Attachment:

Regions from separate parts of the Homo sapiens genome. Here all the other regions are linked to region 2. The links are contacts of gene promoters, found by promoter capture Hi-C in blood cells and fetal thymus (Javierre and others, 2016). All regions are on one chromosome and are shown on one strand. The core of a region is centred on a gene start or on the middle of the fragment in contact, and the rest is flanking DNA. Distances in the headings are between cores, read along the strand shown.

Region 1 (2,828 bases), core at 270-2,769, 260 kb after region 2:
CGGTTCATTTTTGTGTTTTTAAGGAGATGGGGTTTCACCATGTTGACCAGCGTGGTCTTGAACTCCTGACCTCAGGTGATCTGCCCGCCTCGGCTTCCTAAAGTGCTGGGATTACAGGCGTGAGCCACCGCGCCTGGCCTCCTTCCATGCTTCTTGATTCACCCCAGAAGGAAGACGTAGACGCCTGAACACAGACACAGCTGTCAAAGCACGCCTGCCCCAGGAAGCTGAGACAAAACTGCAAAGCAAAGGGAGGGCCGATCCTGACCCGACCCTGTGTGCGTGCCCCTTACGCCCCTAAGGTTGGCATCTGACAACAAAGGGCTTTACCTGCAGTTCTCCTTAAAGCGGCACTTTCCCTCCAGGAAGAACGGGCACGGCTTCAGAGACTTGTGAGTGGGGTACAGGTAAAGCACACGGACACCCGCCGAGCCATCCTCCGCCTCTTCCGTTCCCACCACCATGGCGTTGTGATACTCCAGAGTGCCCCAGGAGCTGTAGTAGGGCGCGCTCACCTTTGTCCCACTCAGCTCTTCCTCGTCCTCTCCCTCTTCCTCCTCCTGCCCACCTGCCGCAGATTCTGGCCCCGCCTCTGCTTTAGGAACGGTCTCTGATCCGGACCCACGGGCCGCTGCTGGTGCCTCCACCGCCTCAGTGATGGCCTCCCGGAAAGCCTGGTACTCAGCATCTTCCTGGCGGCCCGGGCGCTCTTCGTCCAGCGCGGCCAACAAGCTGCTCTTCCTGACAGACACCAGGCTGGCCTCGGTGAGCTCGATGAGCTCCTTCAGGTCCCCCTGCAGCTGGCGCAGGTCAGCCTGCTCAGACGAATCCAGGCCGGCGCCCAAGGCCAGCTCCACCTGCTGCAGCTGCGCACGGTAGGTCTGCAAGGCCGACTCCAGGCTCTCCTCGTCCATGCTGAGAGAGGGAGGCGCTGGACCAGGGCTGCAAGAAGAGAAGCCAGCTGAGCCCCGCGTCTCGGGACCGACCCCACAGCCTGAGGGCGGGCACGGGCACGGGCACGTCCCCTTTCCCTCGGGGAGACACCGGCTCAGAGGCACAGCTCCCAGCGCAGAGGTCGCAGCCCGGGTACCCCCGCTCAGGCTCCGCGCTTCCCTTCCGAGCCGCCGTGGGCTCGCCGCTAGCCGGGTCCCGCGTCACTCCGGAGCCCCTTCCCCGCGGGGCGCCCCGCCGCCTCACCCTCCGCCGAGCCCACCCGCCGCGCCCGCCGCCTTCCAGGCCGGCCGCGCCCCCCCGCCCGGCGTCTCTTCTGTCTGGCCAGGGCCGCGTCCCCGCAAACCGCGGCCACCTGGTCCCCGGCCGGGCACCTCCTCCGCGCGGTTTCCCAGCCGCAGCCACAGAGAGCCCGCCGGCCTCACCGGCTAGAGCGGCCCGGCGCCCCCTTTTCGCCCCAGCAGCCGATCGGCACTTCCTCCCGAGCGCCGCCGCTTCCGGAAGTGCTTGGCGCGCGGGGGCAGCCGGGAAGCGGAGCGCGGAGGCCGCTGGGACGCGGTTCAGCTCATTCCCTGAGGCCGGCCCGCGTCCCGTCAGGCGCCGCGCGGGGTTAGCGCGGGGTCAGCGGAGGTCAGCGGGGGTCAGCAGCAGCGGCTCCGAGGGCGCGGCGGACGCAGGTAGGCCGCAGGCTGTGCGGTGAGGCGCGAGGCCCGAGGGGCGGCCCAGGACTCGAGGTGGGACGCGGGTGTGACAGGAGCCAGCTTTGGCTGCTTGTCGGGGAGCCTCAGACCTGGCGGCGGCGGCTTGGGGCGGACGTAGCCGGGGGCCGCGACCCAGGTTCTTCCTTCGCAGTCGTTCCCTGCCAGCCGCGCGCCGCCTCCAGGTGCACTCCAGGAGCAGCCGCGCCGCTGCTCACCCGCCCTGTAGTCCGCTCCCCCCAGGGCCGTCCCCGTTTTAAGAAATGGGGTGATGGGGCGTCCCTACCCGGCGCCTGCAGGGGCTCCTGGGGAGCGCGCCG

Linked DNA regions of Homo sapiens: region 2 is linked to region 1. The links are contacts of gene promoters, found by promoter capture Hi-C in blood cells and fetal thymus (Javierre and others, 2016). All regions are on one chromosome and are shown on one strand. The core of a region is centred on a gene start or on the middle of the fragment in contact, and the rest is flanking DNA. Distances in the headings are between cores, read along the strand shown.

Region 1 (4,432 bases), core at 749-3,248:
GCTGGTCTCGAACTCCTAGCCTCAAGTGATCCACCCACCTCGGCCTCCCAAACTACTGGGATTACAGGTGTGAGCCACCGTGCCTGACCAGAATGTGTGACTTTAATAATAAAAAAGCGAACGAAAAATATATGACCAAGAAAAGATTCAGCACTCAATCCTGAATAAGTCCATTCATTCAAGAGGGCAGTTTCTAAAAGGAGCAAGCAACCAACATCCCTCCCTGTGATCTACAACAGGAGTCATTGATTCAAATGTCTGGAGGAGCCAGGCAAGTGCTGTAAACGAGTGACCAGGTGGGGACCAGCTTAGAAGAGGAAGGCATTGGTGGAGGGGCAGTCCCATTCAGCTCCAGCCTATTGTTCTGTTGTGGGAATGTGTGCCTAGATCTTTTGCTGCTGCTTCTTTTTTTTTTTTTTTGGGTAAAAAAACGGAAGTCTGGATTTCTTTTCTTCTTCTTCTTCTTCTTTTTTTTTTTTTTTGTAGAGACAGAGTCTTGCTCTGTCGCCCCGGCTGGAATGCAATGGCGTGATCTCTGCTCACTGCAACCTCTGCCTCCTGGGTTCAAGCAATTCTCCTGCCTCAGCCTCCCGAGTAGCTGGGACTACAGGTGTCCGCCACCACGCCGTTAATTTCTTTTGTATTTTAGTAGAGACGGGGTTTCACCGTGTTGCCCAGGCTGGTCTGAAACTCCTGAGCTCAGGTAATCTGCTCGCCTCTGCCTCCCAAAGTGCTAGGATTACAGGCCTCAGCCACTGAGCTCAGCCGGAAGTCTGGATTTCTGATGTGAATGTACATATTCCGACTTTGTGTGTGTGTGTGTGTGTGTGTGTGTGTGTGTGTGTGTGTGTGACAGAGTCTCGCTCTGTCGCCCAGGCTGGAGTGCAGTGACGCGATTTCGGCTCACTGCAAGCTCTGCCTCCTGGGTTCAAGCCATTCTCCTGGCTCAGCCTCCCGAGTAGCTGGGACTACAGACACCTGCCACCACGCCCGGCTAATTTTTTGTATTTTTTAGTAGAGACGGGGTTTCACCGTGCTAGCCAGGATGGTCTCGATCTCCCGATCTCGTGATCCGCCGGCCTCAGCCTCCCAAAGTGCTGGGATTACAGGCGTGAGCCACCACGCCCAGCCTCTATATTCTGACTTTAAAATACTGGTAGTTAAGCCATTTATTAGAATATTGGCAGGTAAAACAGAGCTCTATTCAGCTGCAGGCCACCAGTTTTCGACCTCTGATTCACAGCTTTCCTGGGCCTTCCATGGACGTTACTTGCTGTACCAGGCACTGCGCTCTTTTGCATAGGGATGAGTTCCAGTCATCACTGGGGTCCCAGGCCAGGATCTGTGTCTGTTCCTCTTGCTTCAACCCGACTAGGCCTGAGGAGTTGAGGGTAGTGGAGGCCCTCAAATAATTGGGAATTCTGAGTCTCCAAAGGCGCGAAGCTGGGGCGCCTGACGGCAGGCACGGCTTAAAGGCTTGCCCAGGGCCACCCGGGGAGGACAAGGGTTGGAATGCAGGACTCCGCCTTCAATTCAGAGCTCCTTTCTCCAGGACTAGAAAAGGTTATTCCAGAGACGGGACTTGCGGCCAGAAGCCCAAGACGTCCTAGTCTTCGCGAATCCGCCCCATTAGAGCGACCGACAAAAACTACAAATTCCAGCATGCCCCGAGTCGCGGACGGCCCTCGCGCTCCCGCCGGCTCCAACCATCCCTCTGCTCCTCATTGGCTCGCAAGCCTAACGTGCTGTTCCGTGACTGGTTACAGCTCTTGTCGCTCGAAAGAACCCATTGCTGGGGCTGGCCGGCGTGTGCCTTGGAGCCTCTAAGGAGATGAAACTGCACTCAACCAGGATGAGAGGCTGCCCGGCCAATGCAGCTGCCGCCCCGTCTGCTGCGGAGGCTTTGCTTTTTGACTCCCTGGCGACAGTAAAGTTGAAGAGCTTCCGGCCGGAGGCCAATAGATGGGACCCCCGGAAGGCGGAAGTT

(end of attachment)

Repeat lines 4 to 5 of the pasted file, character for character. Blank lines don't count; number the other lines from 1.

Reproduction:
Linked DNA regions of Homo sapiens: region 2 is linked to region 1. The links are contacts of gene promoters, found by promoter capture Hi-C in blood cells and fetal thymus (Javierre and others, 2016). All regions are on one chromosome and are shown on one strand. The core of a region is centred on a gene start or on the middle of the fragment in contact, and the rest is flanking DNA. Distances in the headings are between cores, read along the strand shown.

Region 1 (4,432 bases), core at 749-3,248: